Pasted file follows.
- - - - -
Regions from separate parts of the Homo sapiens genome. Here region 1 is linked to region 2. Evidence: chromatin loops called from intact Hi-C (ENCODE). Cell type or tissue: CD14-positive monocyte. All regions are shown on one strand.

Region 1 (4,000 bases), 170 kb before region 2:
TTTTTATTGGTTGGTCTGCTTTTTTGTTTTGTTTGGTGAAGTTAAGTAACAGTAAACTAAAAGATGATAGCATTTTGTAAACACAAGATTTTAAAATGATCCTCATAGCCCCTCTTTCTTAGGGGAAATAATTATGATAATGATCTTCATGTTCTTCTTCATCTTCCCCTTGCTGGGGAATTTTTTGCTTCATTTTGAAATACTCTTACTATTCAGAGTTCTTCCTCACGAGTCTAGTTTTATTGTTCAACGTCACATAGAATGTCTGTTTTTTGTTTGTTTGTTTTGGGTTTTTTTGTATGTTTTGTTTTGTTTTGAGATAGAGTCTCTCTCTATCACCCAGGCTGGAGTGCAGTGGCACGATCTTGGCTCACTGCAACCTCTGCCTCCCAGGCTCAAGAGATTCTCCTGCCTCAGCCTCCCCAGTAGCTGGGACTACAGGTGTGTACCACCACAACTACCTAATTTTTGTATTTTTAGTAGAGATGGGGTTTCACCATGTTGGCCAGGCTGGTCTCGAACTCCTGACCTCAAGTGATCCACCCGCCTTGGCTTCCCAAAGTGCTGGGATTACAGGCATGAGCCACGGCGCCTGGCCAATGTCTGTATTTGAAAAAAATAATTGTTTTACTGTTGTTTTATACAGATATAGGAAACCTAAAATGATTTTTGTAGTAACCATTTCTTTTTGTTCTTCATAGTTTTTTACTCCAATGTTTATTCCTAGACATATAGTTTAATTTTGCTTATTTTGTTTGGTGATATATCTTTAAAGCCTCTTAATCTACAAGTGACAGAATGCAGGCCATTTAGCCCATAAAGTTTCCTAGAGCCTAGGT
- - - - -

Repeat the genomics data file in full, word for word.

Regions from separate parts of the Homo sapiens genome. Here region 1 is linked to region 2. Evidence: chromatin loops called from intact Hi-C (ENCODE). Cell type or tissue: CD14-positive monocyte. All regions are shown on one strand.

Region 1 (4,000 bases), 170 kb before region 2:
TTTTTATTGGTTGGTCTGCTTTTTTGTTTTGTTTGGTGAAGTTAAGTAACAGTAAACTAAAAGATGATAGCATTTTGTAAACACAAGATTTTAAAATGATCCTCATAGCCCCTCTTTCTTAGGGGAAATAATTATGATAATGATCTTCATGTTCTTCTTCATCTTCCCCTTGCTGGGGAATTTTTTGCTTCATTTTGAAATACTCTTACTATTCAGAGTTCTTCCTCACGAGTCTAGTTTTATTGTTCAACGTCACATAGAATGTCTGTTTTTTGTTTGTTTGTTTTGGGTTTTTTTGTATGTTTTGTTTTGTTTTGAGATAGAGTCTCTCTCTATCACCCAGGCTGGAGTGCAGTGGCACGATCTTGGCTCACTGCAACCTCTGCCTCCCAGGCTCAAGAGATTCTCCTGCCTCAGCCTCCCCAGTAGCTGGGACTACAGGTGTGTACCACCACAACTACCTAATTTTTGTATTTTTAGTAGAGATGGGGTTTCACCATGTTGGCCAGGCTGGTCTCGAACTCCTGACCTCAAGTGATCCACCCGCCTTGGCTTCCCAAAGTGCTGGGATTACAGGCATGAGCCACGGCGCCTGGCCAATGTCTGTATTTGAAAAAAATAATTGTTTTACTGTTGTTTTATACAGATATAGGAAACCTAAAATGATTTTTGTAGTAACCATTTCTTTTTGTTCTTCATAGTTTTTTACTCCAATGTTTATTCCTAGACATATAGTTTAATTTTGCTTATTTTGTTTGGTGATATATCTTTAAAGCCTCTTAATCTACAAGTGACAGAATGCAGGCCATTTAGCCCATAAAGTTTCCTAGAGCCTAGGT